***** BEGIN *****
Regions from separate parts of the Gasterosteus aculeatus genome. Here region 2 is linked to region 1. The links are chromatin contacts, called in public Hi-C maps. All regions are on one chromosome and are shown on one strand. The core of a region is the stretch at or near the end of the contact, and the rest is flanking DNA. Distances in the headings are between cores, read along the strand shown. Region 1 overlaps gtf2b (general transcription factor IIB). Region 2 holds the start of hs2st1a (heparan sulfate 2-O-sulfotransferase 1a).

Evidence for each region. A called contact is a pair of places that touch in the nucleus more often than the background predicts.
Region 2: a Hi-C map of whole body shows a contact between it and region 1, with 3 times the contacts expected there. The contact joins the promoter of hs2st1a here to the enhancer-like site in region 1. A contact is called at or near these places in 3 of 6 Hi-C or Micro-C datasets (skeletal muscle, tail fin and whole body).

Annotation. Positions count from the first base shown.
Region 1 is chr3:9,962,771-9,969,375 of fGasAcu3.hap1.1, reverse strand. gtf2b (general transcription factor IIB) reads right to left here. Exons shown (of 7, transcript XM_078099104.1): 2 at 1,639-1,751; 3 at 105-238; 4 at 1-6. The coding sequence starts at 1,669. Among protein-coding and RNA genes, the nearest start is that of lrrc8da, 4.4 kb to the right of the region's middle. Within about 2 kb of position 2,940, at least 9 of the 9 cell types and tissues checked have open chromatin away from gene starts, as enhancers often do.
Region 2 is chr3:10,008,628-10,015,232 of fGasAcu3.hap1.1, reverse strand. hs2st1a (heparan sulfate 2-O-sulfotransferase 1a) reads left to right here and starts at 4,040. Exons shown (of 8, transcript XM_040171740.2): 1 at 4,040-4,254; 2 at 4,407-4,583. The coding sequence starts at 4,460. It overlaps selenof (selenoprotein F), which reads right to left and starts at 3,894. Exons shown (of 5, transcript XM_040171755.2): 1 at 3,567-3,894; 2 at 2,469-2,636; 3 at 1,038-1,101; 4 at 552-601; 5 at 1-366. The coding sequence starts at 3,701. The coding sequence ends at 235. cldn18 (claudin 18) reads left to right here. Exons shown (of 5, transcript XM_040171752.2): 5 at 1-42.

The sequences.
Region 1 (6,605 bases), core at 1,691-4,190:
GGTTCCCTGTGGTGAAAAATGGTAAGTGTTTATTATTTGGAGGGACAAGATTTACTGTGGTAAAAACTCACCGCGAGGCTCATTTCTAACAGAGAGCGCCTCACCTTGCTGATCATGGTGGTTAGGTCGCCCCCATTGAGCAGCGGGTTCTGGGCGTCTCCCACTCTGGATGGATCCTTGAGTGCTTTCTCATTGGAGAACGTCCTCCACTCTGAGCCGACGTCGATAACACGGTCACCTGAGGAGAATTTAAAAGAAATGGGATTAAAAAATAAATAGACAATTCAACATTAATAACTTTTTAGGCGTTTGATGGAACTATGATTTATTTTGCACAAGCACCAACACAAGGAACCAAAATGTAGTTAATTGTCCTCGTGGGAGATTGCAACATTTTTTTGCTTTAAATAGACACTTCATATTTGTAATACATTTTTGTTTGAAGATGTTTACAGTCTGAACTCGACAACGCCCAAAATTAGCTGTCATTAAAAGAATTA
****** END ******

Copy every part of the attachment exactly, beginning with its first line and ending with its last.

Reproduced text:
Regions from separate parts of the Gasterosteus aculeatus genome. Here region 2 is linked to region 1. The links are chromatin contacts, called in public Hi-C maps. All regions are on one chromosome and are shown on one strand. The core of a region is the stretch at or near the end of the contact, and the rest is flanking DNA. Distances in the headings are between cores, read along the strand shown. Region 1 overlaps gtf2b (general transcription factor IIB). Region 2 holds the start of hs2st1a (heparan sulfate 2-O-sulfotransferase 1a).

Evidence for each region. A called contact is a pair of places that touch in the nucleus more often than the background predicts.
Region 2: a Hi-C map of whole body shows a contact between it and region 1, with 3 times the contacts expected there. The contact joins the promoter of hs2st1a here to the enhancer-like site in region 1. A contact is called at or near these places in 3 of 6 Hi-C or Micro-C datasets (skeletal muscle, tail fin and whole body).

Annotation. Positions count from the first base shown.
Region 1 is chr3:9,962,771-9,969,375 of fGasAcu3.hap1.1, reverse strand. gtf2b (general transcription factor IIB) reads right to left here. Exons shown (of 7, transcript XM_078099104.1): 2 at 1,639-1,751; 3 at 105-238; 4 at 1-6. The coding sequence starts at 1,669. Among protein-coding and RNA genes, the nearest start is that of lrrc8da, 4.4 kb to the right of the region's middle. Within about 2 kb of position 2,940, at least 9 of the 9 cell types and tissues checked have open chromatin away from gene starts, as enhancers often do.
Region 2 is chr3:10,008,628-10,015,232 of fGasAcu3.hap1.1, reverse strand. hs2st1a (heparan sulfate 2-O-sulfotransferase 1a) reads left to right here and starts at 4,040. Exons shown (of 8, transcript XM_040171740.2): 1 at 4,040-4,254; 2 at 4,407-4,583. The coding sequence starts at 4,460. It overlaps selenof (selenoprotein F), which reads right to left and starts at 3,894. Exons shown (of 5, transcript XM_040171755.2): 1 at 3,567-3,894; 2 at 2,469-2,636; 3 at 1,038-1,101; 4 at 552-601; 5 at 1-366. The coding sequence starts at 3,701. The coding sequence ends at 235. cldn18 (claudin 18) reads left to right here. Exons shown (of 5, transcript XM_040171752.2): 5 at 1-42.

The sequences.
Region 1 (6,605 bases), core at 1,691-4,190:
GGTTCCCTGTGGTGAAAAATGGTAAGTGTTTATTATTTGGAGGGACAAGATTTACTGTGGTAAAAACTCACCGCGAGGCTCATTTCTAACAGAGAGCGCCTCACCTTGCTGATCATGGTGGTTAGGTCGCCCCCATTGAGCAGCGGGTTCTGGGCGTCTCCCACTCTGGATGGATCCTTGAGTGCTTTCTCATTGGAGAACGTCCTCCACTCTGAGCCGACGTCGATAACACGGTCACCTGAGGAGAATTTAAAAGAAATGGGATTAAAAAATAAATAGACAATTCAACATTAATAACTTTTTAGGCGTTTGATGGAACTATGATTTATTTTGCACAAGCACCAACACAAGGAACCAAAATGTAGTTAATTGTCCTCGTGGGAGATTGCAACATTTTTTTGCTTTAAATAGACACTTCATATTTGTAATACATTTTTGTTTGAAGATGTTTACAGTCTGAACTCGACAACGCCCAAAATTAGCTGTCATTAAAAGAATTA